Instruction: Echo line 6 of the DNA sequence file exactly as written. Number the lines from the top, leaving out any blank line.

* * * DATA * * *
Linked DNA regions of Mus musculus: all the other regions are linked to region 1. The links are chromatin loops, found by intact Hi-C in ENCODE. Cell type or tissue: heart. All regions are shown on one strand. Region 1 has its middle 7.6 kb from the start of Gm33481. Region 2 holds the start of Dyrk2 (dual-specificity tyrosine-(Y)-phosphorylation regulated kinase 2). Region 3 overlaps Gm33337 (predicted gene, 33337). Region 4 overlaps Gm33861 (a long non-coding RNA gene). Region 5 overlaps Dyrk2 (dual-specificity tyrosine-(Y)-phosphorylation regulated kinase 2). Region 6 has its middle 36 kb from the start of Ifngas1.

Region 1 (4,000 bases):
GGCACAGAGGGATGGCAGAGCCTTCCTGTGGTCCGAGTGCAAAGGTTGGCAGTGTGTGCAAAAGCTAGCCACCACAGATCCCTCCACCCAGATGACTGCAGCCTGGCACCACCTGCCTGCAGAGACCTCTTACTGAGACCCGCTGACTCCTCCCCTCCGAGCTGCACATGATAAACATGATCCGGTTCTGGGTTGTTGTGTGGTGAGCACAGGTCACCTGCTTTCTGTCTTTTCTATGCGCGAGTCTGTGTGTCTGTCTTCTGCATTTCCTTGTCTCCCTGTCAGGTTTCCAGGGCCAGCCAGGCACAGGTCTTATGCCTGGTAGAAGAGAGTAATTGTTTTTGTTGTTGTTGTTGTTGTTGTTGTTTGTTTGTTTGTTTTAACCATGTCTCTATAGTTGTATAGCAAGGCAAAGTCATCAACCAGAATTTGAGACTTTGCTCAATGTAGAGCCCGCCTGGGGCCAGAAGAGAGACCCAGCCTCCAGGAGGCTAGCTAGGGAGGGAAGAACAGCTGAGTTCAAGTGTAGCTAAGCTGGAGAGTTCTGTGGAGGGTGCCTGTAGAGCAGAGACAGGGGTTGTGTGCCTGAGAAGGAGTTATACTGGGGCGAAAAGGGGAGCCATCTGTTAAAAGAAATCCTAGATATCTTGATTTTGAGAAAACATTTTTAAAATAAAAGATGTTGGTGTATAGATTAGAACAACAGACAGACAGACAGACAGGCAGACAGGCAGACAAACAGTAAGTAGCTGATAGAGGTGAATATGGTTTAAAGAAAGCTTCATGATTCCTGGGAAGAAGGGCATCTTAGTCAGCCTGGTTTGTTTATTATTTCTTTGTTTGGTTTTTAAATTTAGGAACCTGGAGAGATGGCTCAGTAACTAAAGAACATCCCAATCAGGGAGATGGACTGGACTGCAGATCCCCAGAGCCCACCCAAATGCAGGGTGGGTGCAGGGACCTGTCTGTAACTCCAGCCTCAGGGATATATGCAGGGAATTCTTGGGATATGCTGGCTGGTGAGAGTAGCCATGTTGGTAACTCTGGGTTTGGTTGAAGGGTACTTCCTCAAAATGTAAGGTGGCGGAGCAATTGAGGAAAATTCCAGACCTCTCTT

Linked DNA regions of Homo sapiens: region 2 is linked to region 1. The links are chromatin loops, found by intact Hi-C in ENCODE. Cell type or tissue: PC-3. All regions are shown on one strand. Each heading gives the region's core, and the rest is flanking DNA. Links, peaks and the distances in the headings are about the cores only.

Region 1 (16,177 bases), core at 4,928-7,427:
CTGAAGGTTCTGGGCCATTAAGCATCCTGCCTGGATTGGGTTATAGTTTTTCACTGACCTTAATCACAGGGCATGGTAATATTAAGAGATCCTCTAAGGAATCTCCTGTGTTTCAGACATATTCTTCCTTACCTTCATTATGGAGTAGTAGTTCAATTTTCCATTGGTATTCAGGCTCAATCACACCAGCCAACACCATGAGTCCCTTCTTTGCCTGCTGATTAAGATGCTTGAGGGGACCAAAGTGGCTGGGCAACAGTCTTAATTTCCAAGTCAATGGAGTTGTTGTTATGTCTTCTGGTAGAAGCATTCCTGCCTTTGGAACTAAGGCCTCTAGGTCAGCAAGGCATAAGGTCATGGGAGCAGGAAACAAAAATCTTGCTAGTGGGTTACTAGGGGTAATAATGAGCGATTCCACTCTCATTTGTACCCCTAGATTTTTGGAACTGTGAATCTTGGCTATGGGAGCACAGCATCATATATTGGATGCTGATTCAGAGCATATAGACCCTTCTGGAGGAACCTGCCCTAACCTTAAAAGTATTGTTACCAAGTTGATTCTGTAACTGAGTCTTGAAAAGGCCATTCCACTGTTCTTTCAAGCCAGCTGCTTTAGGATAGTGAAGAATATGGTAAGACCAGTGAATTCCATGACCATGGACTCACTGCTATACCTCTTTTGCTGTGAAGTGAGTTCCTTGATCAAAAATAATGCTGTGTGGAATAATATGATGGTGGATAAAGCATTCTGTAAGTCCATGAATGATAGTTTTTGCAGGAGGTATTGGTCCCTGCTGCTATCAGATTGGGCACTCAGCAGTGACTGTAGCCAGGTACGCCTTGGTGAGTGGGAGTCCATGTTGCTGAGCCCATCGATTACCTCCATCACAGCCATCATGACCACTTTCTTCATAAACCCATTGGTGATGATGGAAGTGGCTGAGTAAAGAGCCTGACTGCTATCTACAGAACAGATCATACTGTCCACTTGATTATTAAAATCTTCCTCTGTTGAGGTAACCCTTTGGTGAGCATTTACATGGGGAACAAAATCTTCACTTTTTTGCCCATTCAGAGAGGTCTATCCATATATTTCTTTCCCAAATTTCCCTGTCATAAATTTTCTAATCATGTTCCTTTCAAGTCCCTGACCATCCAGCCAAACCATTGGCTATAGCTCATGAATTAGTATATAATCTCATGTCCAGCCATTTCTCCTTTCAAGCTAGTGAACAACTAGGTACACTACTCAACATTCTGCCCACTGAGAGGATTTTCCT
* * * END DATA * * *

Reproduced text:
CTGAAGGTTCTGGGCCATTAAGCATCCTGCCTGGATTGGGTTATAGTTTTTCACTGACCTTAATCACAGGGCATGGTAATATTAAGAGATCCTCTAAGGAATCTCCTGTGTTTCAGACATATTCTTCCTTACCTTCATTATGGAGTAGTAGTTCAATTTTCCATTGGTATTCAGGCTCAATCACACCAGCCAACACCATGAGTCCCTTCTTTGCCTGCTGATTAAGATGCTTGAGGGGACCAAAGTGGCTGGGCAACAGTCTTAATTTCCAAGTCAATGGAGTTGTTGTTATGTCTTCTGGTAGAAGCATTCCTGCCTTTGGAACTAAGGCCTCTAGGTCAGCAAGGCATAAGGTCATGGGAGCAGGAAACAAAAATCTTGCTAGTGGGTTACTAGGGGTAATAATGAGCGATTCCACTCTCATTTGTACCCCTAGATTTTTGGAACTGTGAATCTTGGCTATGGGAGCACAGCATCATATATTGGATGCTGATTCAGAGCATATAGACCCTTCTGGAGGAACCTGCCCTAACCTTAAAAGTATTGTTACCAAGTTGATTCTGTAACTGAGTCTTGAAAAGGCCATTCCACTGTTCTTTCAAGCCAGCTGCTTTAGGATAGTGAAGAATATGGTAAGACCAGTGAATTCCATGACCATGGACTCACTGCTATACCTCTTTTGCTGTGAAGTGAGTTCCTTGATCAAAAATAATGCTGTGTGGAATAATATGATGGTGGATAAAGCATTCTGTAAGTCCATGAATGATAGTTTTTGCAGGAGGTATTGGTCCCTGCTGCTATCAGATTGGGCACTCAGCAGTGACTGTAGCCAGGTACGCCTTGGTGAGTGGGAGTCCATGTTGCTGAGCCCATCGATTACCTCCATCACAGCCATCATGACCACTTTCTTCATAAACCCATTGGTGATGATGGAAGTGGCTGAGTAAAGAGCCTGACTGCTATCTACAGAACAGATCATACTGTCCACTTGATTATTAAAATCTTCCTCTGTTGAGGTAACCCTTTGGTGAGCATTTACATGGGGAACAAAATCTTCACTTTTTTGCCCATTCAGAGAGGTCTATCCATATATTTCTTTCCCAAATTTCCCTGTCATAAATTTTCTAATCATGTTCCTTTCAAGTCCCTGACCATCCAGCCAAACCATTGGCTATAGCTCATGAATTAGTATATAATCTCATGTCCAGCCATTTCTCCTTTCAAGCTAGTGAACAACTAGGTACACTACTCAACATTCTGCCCACTGAGAGGATTTTCCT